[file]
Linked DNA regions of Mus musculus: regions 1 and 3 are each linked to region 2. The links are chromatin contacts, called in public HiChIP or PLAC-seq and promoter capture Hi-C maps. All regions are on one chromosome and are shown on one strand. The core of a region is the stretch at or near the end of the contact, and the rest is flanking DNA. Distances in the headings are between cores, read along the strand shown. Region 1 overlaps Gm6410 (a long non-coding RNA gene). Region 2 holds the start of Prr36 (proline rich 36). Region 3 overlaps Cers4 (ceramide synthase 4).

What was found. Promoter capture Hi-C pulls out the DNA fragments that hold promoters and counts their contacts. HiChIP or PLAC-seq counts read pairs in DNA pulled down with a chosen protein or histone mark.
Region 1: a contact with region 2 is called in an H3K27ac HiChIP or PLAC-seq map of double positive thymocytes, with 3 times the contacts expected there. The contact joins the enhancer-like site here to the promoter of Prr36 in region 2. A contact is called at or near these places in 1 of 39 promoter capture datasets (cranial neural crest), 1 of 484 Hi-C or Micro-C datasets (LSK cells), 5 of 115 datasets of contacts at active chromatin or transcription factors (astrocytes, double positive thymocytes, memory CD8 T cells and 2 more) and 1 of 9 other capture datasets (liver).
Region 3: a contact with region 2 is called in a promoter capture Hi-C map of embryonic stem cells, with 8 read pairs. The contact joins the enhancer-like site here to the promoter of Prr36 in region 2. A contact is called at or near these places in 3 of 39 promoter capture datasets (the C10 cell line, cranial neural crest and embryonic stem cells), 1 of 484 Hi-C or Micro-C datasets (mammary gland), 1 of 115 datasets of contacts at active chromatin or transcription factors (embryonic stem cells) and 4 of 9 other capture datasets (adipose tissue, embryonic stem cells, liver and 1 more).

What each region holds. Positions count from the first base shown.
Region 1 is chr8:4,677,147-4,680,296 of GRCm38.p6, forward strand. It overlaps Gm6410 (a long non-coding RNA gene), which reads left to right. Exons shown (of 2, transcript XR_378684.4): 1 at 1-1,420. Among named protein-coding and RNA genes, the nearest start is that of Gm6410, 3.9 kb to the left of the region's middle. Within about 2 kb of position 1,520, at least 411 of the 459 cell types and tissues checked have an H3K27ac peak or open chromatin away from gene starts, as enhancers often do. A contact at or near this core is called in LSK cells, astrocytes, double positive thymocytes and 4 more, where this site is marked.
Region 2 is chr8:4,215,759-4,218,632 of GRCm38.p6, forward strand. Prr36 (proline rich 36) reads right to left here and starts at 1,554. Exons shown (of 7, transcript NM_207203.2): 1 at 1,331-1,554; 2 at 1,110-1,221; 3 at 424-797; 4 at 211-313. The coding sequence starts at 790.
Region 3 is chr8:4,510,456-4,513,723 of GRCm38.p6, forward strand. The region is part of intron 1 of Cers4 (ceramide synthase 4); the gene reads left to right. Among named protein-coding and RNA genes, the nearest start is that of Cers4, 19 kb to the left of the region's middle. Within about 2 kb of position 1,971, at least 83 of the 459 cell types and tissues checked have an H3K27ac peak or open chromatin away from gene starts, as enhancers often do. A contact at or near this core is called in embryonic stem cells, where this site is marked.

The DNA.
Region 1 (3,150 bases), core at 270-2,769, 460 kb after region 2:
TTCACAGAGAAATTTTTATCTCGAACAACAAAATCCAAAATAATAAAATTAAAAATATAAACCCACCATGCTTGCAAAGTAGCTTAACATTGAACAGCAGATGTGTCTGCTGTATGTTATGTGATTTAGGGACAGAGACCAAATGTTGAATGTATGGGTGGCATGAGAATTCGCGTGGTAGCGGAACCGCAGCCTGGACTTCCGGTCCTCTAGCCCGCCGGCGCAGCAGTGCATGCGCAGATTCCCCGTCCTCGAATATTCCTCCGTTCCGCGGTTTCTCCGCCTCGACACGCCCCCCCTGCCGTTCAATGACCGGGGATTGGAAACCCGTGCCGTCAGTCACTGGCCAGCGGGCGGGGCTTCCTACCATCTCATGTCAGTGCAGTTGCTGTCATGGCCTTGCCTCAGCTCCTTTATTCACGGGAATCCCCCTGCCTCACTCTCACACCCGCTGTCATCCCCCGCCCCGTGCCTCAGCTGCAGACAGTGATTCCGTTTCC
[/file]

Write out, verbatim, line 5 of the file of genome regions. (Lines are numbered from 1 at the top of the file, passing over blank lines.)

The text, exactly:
What each region holds. Positions count from the first base shown.